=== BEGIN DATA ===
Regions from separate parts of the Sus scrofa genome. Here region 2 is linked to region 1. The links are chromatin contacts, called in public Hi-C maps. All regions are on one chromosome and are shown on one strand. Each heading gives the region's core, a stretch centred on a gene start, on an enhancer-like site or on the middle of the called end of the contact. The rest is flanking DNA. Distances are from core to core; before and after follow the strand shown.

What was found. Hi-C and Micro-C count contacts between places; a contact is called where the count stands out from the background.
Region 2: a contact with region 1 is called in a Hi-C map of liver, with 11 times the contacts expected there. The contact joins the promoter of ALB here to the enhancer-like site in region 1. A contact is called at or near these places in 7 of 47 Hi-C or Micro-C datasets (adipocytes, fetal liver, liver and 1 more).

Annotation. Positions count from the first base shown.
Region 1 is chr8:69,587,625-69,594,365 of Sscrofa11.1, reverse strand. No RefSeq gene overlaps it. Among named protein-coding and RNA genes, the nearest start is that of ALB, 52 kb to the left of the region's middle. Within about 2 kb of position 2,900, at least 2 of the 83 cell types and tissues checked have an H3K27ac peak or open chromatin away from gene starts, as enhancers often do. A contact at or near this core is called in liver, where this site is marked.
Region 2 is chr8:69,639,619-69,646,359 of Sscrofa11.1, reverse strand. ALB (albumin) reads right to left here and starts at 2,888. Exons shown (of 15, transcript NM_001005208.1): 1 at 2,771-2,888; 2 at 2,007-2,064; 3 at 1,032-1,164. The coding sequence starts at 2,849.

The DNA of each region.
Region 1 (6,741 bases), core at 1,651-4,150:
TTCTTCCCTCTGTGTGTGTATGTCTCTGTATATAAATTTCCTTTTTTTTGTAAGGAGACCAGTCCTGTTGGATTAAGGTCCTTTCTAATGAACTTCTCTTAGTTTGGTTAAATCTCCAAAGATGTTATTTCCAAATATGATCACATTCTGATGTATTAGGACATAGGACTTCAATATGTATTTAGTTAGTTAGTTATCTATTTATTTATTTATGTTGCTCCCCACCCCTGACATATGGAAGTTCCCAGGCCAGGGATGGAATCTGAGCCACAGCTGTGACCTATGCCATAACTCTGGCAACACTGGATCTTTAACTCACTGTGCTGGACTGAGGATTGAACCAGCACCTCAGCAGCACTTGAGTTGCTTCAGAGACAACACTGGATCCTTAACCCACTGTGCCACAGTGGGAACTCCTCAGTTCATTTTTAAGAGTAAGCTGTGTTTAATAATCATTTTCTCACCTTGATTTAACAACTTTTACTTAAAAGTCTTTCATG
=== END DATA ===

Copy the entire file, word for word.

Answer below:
Regions from separate parts of the Sus scrofa genome. Here region 2 is linked to region 1. The links are chromatin contacts, called in public Hi-C maps. All regions are on one chromosome and are shown on one strand. Each heading gives the region's core, a stretch centred on a gene start, on an enhancer-like site or on the middle of the called end of the contact. The rest is flanking DNA. Distances are from core to core; before and after follow the strand shown.

What was found. Hi-C and Micro-C count contacts between places; a contact is called where the count stands out from the background.
Region 2: a contact with region 1 is called in a Hi-C map of liver, with 11 times the contacts expected there. The contact joins the promoter of ALB here to the enhancer-like site in region 1. A contact is called at or near these places in 7 of 47 Hi-C or Micro-C datasets (adipocytes, fetal liver, liver and 1 more).

Annotation. Positions count from the first base shown.
Region 1 is chr8:69,587,625-69,594,365 of Sscrofa11.1, reverse strand. No RefSeq gene overlaps it. Among named protein-coding and RNA genes, the nearest start is that of ALB, 52 kb to the left of the region's middle. Within about 2 kb of position 2,900, at least 2 of the 83 cell types and tissues checked have an H3K27ac peak or open chromatin away from gene starts, as enhancers often do. A contact at or near this core is called in liver, where this site is marked.
Region 2 is chr8:69,639,619-69,646,359 of Sscrofa11.1, reverse strand. ALB (albumin) reads right to left here and starts at 2,888. Exons shown (of 15, transcript NM_001005208.1): 1 at 2,771-2,888; 2 at 2,007-2,064; 3 at 1,032-1,164. The coding sequence starts at 2,849.

The DNA of each region.
Region 1 (6,741 bases), core at 1,651-4,150:
TTCTTCCCTCTGTGTGTGTATGTCTCTGTATATAAATTTCCTTTTTTTTGTAAGGAGACCAGTCCTGTTGGATTAAGGTCCTTTCTAATGAACTTCTCTTAGTTTGGTTAAATCTCCAAAGATGTTATTTCCAAATATGATCACATTCTGATGTATTAGGACATAGGACTTCAATATGTATTTAGTTAGTTAGTTATCTATTTATTTATTTATGTTGCTCCCCACCCCTGACATATGGAAGTTCCCAGGCCAGGGATGGAATCTGAGCCACAGCTGTGACCTATGCCATAACTCTGGCAACACTGGATCTTTAACTCACTGTGCTGGACTGAGGATTGAACCAGCACCTCAGCAGCACTTGAGTTGCTTCAGAGACAACACTGGATCCTTAACCCACTGTGCCACAGTGGGAACTCCTCAGTTCATTTTTAAGAGTAAGCTGTGTTTAATAATCATTTTCTCACCTTGATTTAACAACTTTTACTTAAAAGTCTTTCATG